The exhibition 'A State of Matter' runs from 18th Feb - 5th June 2022 at the Henry Moore Institute in Leeds, UK and is divided into three rooms that represent the three states of matter, solid, gas and liquid.
The exhibition proceeds to demonstrates how glass can be explored in those three states via the utilisation of a range of techniques and processes. The exhibition also revives the argument surrounding glass as a material and on which side of the craft / art divide it lies. For me, there is no divide and I approach all works with the same attitude, seeking to allow the work to speak to me (or not) and then following that thread as I attempt to construct meaning.
I have chosen a handful of examples from the exhibition to photograph here, though I would recommend the reader to visit the show themselves rather than relying on my selection of representative works.
Elliot Walker was the winner of the Netflix series 'Blown Away' and manipulates glass with ease. His work 'Spillage' suggests pop-art style graphic representations of still life, with an interesting commentary on the materiality of glass and its solid/liquid, almost contradictory, existence. In this still life, which elements are solid and which are liquid? He manages to represent and contrast both states with a single material.
Spillage, 2019 - Elliot Walker
work dramatically embodies fragility, the fragility of childhood, the fragility of democracy, the fragility of freedom, the fragility of life itself. Subtle drawings are encased within the object, like nostalgic dreams or memories, and the work lies protected within an acrylic box as though in an effort to prevent those dreams and aspirations from being shattered.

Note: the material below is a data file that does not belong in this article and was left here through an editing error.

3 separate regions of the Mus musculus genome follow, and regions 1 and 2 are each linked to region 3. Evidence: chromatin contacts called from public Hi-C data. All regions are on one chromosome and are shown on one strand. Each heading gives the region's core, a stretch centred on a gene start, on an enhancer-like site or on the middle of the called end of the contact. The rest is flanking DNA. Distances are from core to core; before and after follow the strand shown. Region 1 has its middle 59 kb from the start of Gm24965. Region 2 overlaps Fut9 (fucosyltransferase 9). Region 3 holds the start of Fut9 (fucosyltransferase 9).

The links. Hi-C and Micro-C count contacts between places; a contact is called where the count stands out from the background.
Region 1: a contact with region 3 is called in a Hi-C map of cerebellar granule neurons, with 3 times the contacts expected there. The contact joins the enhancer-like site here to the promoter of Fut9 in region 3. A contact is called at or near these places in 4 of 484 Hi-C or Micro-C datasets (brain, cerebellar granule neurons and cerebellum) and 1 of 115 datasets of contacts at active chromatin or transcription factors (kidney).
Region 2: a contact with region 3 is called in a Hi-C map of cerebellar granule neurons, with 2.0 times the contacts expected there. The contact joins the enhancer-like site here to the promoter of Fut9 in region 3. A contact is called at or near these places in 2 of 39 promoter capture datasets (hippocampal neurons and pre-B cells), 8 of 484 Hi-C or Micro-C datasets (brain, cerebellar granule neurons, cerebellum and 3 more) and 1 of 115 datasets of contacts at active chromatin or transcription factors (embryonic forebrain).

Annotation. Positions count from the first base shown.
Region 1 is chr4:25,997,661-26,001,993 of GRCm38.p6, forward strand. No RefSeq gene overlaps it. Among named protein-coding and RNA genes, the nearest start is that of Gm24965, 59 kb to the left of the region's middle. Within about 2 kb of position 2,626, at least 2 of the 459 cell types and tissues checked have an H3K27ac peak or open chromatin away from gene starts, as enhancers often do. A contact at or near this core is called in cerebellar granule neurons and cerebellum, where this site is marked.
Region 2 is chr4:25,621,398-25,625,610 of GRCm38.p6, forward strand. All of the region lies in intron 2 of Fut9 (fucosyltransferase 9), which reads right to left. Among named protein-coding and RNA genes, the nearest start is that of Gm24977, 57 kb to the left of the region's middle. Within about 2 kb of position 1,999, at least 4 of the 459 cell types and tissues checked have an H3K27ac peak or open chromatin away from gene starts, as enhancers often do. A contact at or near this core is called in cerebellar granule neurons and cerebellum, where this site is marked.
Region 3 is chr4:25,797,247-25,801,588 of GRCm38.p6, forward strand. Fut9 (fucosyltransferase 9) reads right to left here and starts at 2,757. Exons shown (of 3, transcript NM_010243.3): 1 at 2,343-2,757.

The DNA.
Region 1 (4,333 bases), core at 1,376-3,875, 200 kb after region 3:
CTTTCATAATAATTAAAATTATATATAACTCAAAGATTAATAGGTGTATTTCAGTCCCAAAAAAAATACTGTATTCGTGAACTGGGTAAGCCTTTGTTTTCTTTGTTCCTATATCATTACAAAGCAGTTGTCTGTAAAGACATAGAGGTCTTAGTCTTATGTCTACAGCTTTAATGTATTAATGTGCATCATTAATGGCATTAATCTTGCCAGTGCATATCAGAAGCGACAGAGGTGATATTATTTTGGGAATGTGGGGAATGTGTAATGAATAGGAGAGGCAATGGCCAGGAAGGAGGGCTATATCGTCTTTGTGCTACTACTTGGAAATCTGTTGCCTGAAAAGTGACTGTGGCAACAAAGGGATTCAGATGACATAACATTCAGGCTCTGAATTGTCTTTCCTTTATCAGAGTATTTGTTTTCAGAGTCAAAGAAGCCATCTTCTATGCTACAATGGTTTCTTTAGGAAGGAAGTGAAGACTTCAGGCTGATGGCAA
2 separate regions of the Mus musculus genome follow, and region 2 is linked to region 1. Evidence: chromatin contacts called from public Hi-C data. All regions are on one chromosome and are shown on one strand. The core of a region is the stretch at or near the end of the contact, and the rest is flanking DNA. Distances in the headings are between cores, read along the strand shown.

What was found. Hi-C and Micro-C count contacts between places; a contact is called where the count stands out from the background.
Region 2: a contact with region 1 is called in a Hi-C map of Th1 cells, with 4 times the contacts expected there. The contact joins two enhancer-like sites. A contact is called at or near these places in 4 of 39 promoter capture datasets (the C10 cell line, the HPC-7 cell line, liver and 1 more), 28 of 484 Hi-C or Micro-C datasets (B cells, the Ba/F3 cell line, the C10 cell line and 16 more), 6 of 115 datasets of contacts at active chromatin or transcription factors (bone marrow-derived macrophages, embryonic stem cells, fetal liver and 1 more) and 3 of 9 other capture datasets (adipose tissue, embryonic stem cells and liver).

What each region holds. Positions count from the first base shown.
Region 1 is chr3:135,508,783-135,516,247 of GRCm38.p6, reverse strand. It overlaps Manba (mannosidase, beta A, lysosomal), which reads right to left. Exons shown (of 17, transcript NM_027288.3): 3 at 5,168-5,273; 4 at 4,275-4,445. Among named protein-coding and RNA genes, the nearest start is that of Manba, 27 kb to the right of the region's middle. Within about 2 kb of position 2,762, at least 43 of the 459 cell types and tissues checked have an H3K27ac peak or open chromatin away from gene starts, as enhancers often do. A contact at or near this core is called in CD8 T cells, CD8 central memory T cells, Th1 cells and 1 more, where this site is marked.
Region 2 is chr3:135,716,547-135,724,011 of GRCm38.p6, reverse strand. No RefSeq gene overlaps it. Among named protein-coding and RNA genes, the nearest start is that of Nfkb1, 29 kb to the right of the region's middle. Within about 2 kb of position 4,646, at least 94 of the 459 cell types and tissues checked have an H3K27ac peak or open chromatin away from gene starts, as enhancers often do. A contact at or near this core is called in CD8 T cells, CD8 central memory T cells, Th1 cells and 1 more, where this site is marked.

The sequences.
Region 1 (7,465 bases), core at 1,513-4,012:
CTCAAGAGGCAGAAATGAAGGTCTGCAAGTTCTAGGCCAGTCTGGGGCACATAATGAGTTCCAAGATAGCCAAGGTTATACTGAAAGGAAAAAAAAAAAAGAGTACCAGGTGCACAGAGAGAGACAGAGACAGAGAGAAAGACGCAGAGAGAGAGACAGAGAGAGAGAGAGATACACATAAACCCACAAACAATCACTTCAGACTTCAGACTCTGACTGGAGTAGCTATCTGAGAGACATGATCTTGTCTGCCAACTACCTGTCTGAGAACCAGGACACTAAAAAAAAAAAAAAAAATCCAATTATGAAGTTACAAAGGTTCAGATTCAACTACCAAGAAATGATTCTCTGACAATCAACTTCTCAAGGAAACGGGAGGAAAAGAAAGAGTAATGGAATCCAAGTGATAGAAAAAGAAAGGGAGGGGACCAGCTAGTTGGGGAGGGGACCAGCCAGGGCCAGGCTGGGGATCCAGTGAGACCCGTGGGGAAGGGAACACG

Untitled, 2007 - Silvia Levenson
Since I saw a large exhibition of Mona Hatoum's
work at the Tate Modern in 2016
, I have been entranced by the poignancy and poetry of her work. I love the way she balances often unsettling combinations of materials in relationships that seem almost inevitable. In the piece presented at the Henry Moore Institute, we are presented with blown glass forms that suggest internal organs with their haemoglobin colour and which, on closer inspection, appear soft, lightweight, and delicate. These are locked in zinc-plated steel cages and the intense contrast between the soft globular forms and the rigid steel box triggers a feeling of discomfort and pain.
Cells, 2014 - Mona Hatoum
Czech artist Petr Stanicky
combines a surreal biomorphic form with a car window, with the molten mirrored object appearing to take a bite from the car window and it this action that animates the arrangement and causes it to rise up from the plinth. Once again, we are reminded of the versatile nature of glass. The car window is familiar to us and therefore we read it as inert, while the biomorphic form takes on the appearance of a living form and we interpret the conjunction of the two objects as a 'bite' in order to make sense of the scene.
Mirror-Mondeo Bite, 2014 - Petr Stanicky
As an art student in the late 1970s I was introduced to conceptual art by the work of Joseph Kosuth
. His work introduced me to semiotics
, and how we construct meaning from what we see, how we develop preconceptions, how we understand what we think we know and how these thought processes stimulate the interpretation of the world around us. I was pleased to see his work included in the show and his work was the first and the last I looked at when I visited the exhibition. It was a great way to 'book-end' my visit and my reflections on the work of the artists represented. Often we are so seduced by the work of talented creators as we marvel at the incredible virtuosity and skills on display, that we forget to ask the simple questions such as what am I actually looking at? what are the materials used? What associations do these materials have for me? How have these associations been reinforced or subverted by what I have seen here?
As I left the building my head was full of questions about the work I had seen and what they suggest to me individually and collectively, and I couldn't ask more from an exhibition.
Any two metre square sheet of glass to lean against any wall, 1965
- Joseph Kosuth